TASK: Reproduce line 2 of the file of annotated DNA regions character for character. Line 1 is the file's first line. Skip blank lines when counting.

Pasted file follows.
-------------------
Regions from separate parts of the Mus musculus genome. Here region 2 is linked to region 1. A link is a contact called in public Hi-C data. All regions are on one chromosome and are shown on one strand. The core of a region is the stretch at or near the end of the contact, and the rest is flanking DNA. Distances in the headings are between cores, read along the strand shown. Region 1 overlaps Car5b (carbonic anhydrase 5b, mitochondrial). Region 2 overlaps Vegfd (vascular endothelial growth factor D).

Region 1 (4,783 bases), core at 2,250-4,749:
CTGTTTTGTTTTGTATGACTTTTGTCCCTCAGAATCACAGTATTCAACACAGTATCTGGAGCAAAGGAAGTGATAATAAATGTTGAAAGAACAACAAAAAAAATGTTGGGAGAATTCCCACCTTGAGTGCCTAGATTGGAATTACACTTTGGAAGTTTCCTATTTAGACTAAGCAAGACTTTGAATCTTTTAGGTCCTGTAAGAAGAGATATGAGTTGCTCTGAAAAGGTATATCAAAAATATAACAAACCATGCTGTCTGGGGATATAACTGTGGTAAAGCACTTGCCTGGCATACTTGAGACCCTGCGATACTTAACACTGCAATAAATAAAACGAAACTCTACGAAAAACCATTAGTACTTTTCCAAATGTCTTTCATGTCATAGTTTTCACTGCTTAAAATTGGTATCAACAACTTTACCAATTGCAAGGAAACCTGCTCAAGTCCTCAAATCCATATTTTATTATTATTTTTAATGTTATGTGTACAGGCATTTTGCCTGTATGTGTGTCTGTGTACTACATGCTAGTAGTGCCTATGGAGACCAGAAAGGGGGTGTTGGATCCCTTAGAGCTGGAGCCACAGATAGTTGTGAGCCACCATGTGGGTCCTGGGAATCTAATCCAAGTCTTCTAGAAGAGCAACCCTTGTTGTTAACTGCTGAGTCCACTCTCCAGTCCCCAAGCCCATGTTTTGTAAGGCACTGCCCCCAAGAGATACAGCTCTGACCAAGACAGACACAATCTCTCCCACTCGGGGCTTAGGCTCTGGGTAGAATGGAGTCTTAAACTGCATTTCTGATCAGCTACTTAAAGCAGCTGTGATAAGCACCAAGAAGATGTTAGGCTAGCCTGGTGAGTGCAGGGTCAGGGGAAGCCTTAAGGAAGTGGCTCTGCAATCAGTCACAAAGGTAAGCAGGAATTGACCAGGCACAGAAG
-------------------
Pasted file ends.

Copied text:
Region 1 (4,783 bases), core at 2,250-4,749: